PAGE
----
Junia: Man or Woman?
Romans 16:7 is the only place in the New Testament in which a woman is called an apostle. This makes it a pretty big deal. Such a big deal that it is hard for some people to believe. In fact, some later interpreters found it so impossible to believe that Paul would call a woman an apostle that they concluded that this must not actually be what Paul wrote, and they changed the text accordingly.
Quick grammar lesson: English uses word order to show a word’s function in the sentence (that is, to show if a word is the subject, object, etc. of the sentence). Greek works differently. In Greek, words change their form to show their function in the sentence (usually by have different endings). Even Greek names will change their endings depending on how they function in the sentence. So when Junia’s name appears in Romans 16:7, it has an ending on it to indicate that it is functioning as a direct object. This ending is most naturally taken as a feminine ending, indicating that it is a woman’s name. However, it is possible that the word could be masculine in form if it is accented differently.
Unfortunately, the earliest manuscripts of the New Testament were written without accent marks. This means later interpreters have to decide how words should be accented. Usually, proper accenting is obvious and any decisions that have to be made about accenting don’t greatly affect the meaning of the text. In this case however, accenting determines if Junia was a man or a woman. Accented one way, the name would be the feminine Junia. Accented differently, the name would be Junias, a masculine form. However, it is not simply a toss-up, or a situation where each person can just decide which they prefer. There is a whole lot of really good evidence that the word was originally the feminine name Junia.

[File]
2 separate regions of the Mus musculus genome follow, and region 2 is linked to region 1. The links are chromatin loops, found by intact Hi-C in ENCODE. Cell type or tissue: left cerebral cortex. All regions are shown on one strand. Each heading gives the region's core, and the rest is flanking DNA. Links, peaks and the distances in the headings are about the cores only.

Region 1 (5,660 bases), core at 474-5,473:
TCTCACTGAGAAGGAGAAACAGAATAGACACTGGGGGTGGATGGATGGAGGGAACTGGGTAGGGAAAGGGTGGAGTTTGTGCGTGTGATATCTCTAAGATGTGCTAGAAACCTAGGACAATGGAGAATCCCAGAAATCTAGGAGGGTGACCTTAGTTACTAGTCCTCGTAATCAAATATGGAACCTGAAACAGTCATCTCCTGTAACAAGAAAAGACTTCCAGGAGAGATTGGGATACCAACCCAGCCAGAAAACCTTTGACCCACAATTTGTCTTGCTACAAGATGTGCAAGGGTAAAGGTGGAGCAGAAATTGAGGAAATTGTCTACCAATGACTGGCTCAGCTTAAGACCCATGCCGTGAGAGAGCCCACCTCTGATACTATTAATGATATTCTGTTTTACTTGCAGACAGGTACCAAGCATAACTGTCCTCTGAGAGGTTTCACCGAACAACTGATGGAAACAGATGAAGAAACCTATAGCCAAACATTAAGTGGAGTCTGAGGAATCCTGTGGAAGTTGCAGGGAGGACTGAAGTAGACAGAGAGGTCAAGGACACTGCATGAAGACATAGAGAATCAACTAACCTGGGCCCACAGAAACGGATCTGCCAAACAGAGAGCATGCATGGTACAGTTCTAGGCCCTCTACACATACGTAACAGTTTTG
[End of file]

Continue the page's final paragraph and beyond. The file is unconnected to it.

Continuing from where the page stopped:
Here’s some of the evidence:
- Junia was a very common woman’s name in the ancient Roman world, found frequently in both documents and inscriptions. By contrast, the supposed masculine name Junias has never been found anywhere. There are no examples of the name found in any document or inscription from the first century or any other era. The name does not seem to exist.
- All ancient writers who commented on Romans 16:7 understood the name to be feminine, from the early church Fathers until the 13th century. Most famously, John Chrysostom (349-407) wrote, “Indeed, how great the wisdom of this woman must have been that she was even deemed worthy of the title apostle.”
- When accents started being employed in Greek manuscripts in the 7th century, the name was accented feminine. Additionally, the name was accented as feminine in all editions of the Greek New Testament until 1927, when an important edition of the text switched to the masculine form.
- All early translations of the New Testament (From Greek into Latin, Coptic, and Syriac) translate the name in a way that is most naturally understood as feminine.